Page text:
Letters To The Editor

LETTERS TO THE EDITOR

March 03, 2006

Shutting monitors harms public health

Protecting public health is a legitimate government responsibility. So when I found out that the Ehrlich administration had shut off monitors for dangerous levels of ozone in Baltimore, I felt betrayed ("Ozone checks in city stopped," Feb. 22).

A Maryland Department of the Environment official reasons that ozone monitors in the city are redundant and "a wasteful expense of funds."

Without the Baltimore data, significantly fewer Code Red "bad-air days" have been reported in the three years since the monitors were shut down.

However, as the Republican administrations in Annapolis and Washington delay enforcement of existing Clean Air Act regulations and allow continued manufacture of gas-guzzling vehicles, our air in Maryland remains hard to breathe, not just for the increased number of asthma sufferers but for all of us.

The state's dirtiest coal-fired power plants continue to belch out high levels of sulfur dioxide, nitrogen dioxide, mercury and carbon dioxide, which contribute to respiratory ailments, childhood brain damage and the global greenhouse effect.

The Maryland Healthy Air Act, which is now before the General Assembly, would help solve the serious problem of power plant pollution by closing the loophole in the law that allows old power plants to emit more pollution than standards allow for newer plants.

Frank L. Fox

Mechanicsville

The writer is a member of the Maryland chapter of the Sierra Club.

High ozone levels don't cause asthma

There are many good reasons to monitor ozone levels in Baltimore, but protecting asthmatics is not one of them ("Ozone checks in city stopped," Feb. 22).

This is because, contrary to conventional wisdom, ozone is not a significant cause of asthma attacks.

As The Sun reported four years ago, researchers at NASA and the University of Maryland have shown that hospitalizations for asthma in Baltimore and statewide are lowest in summer when ozone levels are highest and highest in the fall when ozone is lowest ("Hoping to pull answers out of air," May 1, 2002).

Similar results have been reported in at least six other countries.

Asthmatics are less bothered by ozone than healthy people because their lungs produce five to 10 times more carbon monoxide, and this carbon monoxide interacts with whatever ozone they inhale to produce harmless carbon dioxide and oxygen.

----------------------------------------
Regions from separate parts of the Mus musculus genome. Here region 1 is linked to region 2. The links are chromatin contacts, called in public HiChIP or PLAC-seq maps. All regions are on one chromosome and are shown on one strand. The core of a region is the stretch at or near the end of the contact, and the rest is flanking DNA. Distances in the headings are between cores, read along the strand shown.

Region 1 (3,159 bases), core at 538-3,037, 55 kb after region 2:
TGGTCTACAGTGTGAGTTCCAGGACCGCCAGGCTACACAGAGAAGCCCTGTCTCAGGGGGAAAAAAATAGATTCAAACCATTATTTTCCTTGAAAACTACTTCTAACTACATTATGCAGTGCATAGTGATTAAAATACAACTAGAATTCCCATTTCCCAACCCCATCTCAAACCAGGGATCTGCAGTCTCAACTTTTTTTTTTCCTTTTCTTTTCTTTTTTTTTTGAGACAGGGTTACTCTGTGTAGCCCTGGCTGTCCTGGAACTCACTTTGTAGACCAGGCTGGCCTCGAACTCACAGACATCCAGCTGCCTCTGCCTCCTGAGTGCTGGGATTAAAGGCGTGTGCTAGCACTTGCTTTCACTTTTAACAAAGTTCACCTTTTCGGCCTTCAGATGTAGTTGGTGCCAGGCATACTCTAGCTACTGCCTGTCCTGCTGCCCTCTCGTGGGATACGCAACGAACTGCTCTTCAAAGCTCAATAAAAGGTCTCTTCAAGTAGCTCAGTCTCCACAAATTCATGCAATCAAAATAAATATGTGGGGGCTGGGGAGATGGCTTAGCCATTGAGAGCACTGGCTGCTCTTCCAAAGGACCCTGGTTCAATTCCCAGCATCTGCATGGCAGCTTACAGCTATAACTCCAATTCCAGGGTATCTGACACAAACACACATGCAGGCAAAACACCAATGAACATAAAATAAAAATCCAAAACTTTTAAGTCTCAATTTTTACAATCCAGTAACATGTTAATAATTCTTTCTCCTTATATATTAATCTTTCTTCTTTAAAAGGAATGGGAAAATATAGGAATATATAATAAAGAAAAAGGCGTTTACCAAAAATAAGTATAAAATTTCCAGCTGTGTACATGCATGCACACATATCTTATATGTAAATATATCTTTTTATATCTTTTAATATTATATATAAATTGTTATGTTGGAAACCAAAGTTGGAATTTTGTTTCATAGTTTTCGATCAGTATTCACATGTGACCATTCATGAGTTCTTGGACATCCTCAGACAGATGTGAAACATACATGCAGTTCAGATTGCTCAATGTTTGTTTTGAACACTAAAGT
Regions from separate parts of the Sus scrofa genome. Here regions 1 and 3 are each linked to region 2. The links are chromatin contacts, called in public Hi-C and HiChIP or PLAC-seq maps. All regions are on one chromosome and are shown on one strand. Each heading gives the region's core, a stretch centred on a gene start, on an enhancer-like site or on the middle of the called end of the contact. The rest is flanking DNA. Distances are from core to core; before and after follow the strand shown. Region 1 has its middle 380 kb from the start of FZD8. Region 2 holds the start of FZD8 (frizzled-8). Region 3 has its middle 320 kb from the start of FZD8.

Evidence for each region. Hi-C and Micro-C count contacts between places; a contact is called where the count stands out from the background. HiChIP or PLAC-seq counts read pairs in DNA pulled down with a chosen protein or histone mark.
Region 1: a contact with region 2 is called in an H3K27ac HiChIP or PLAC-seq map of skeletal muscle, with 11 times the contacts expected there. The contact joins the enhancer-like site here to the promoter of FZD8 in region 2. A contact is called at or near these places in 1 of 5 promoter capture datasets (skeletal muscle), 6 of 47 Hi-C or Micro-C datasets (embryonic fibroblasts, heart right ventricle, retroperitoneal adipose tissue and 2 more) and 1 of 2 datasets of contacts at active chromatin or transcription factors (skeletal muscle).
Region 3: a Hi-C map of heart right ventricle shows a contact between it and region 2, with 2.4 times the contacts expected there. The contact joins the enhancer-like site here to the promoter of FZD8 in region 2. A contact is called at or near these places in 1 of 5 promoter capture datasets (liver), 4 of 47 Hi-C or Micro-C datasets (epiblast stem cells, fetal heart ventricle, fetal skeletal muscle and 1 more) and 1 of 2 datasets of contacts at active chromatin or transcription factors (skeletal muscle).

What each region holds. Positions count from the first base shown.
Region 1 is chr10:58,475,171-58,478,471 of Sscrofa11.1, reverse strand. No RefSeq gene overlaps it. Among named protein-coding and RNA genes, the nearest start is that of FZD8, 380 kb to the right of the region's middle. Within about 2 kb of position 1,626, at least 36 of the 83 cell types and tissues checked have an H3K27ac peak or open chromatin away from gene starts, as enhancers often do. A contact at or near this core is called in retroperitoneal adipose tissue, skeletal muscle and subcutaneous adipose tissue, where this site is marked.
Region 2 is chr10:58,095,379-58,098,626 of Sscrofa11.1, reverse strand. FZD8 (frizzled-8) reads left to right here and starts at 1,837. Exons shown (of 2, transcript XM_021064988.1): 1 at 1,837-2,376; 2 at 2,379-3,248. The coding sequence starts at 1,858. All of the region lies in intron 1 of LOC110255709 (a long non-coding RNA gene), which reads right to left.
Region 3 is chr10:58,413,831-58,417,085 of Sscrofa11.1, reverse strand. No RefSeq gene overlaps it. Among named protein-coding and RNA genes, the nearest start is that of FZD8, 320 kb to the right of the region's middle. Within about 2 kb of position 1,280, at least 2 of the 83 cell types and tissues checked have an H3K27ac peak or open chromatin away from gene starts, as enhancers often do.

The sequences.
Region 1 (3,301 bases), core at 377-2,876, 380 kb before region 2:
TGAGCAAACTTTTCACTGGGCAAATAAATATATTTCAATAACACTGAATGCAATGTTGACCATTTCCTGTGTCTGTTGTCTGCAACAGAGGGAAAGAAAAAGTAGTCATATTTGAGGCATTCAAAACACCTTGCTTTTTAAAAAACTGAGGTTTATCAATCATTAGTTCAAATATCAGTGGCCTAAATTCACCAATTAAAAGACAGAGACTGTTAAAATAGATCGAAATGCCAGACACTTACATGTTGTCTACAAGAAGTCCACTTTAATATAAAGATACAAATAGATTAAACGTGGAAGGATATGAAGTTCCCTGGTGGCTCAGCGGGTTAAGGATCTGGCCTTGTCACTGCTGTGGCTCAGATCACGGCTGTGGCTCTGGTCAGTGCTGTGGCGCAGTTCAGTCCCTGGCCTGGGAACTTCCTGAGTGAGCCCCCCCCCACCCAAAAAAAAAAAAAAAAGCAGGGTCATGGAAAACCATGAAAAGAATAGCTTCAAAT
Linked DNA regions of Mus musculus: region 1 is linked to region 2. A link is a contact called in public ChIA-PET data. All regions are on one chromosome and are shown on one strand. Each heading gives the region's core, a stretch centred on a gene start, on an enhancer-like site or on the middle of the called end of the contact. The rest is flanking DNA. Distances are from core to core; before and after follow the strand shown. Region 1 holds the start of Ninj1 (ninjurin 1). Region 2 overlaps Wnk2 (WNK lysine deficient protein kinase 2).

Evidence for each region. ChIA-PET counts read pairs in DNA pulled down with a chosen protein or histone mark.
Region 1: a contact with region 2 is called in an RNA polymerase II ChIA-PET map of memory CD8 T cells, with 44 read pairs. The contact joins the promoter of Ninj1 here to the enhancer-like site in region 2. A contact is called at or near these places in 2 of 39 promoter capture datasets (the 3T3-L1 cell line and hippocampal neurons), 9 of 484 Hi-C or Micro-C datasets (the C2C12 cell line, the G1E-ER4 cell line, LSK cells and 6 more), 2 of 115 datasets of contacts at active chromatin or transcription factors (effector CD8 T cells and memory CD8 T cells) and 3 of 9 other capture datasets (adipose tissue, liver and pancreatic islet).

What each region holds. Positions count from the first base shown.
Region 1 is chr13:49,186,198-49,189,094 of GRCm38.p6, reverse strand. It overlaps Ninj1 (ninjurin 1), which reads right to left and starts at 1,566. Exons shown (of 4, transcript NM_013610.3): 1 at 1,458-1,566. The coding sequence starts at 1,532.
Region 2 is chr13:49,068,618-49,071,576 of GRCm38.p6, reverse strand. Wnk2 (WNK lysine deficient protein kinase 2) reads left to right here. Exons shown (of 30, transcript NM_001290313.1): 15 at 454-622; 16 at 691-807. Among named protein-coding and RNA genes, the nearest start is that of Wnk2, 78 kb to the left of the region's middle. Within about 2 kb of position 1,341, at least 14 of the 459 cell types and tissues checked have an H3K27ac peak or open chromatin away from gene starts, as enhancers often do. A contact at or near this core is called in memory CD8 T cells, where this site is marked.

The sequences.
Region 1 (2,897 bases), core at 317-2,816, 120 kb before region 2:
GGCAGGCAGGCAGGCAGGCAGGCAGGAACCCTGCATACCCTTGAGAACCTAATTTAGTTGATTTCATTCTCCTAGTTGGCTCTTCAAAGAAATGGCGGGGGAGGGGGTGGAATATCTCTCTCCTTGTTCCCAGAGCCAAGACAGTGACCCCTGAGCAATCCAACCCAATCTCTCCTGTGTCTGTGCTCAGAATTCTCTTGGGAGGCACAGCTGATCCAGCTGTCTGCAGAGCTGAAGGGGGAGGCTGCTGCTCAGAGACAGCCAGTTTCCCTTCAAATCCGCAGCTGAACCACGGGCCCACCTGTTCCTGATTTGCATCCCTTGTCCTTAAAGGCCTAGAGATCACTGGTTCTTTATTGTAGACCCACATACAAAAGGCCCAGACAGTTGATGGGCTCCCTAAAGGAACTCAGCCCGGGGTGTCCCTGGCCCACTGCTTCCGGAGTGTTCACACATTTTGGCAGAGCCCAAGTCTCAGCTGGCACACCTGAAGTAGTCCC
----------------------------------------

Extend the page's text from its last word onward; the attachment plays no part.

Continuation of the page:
Code Red levels of ozone are harmful, but only to people whose lungs do not contain such high levels of carbon monoxide.

Albert Donnay

Lutherville

The writer is a certified carbon monoxide analyst and the president of an environmental health engineering firm.

Others pay price for Bush's failures

In Thomas Sowell's column "Being `fair' takes big toll" (Opinion * Commentary, Feb. 23), he states: "The problem gets more complicated in politics, where one set of people has the power to postpone facing reality and a different set of people has to pay the price later on."

Indeed, that describes what we're experiencing now, in the aftermath of the many flawed decisions by the Bush administration.

For example, it didn't face reality with regard to terrorism, and the culprits slipped its grip in Afghanistan, and now our troops who are stuck in the quagmire in Iraq (and their families) are paying the price.

The administration didn't face realities regarding Hurricane Katrina, in spite of ample warnings, and today many people whose lives have been devastated by the poor government response to that disaster are paying the price.

Failing to face reality while others pay a heavy price is truly the hallmark of this administration, whose use of political spin is more evident than any concern for reality.

C. Schuetz

Timonium

How many days off do children need?

Now the Muslims want Islamic holidays to be days off from school. But how many more holidays do school systems need ("Schools proposal disturbs Muslims," Feb. 27)?

Between teacher planning days, snow days, I-spotted-a-snowflake-in-the-air holidays, real holidays, make-believe holidays, it's-too-windy-to-go-outside holidays, the-pipes-froze holidays, it's-too-humid-to-be-in-school holidays, the-dog-ate-my homework holidays, and so on and on, kids have way too many days off from school now.

How about we have a go-to-school holiday?

Bob Dickerson

Forest Hill

After we give Muslim kids their religious holidays off, will we give the Wiccan kids Halloween and the winter solstice off?

And then perhaps the Scientologist kids will get L. Ron Hubbard's birthday off.

Then pretty soon there won 't be any school days on the Baltimore County school calendar.

Tony Jordan

Baltimore

Recognize holidays of the major faiths

For years now, the signs out in front of every Baltimore County public school have announced in September that the school will be closed for Yom Kippur and Rosh Hashanah.

And we all know that when the same sign announces that school is closed for winter holidays and for spring vacation, it is really closing for Christmas and Easter.

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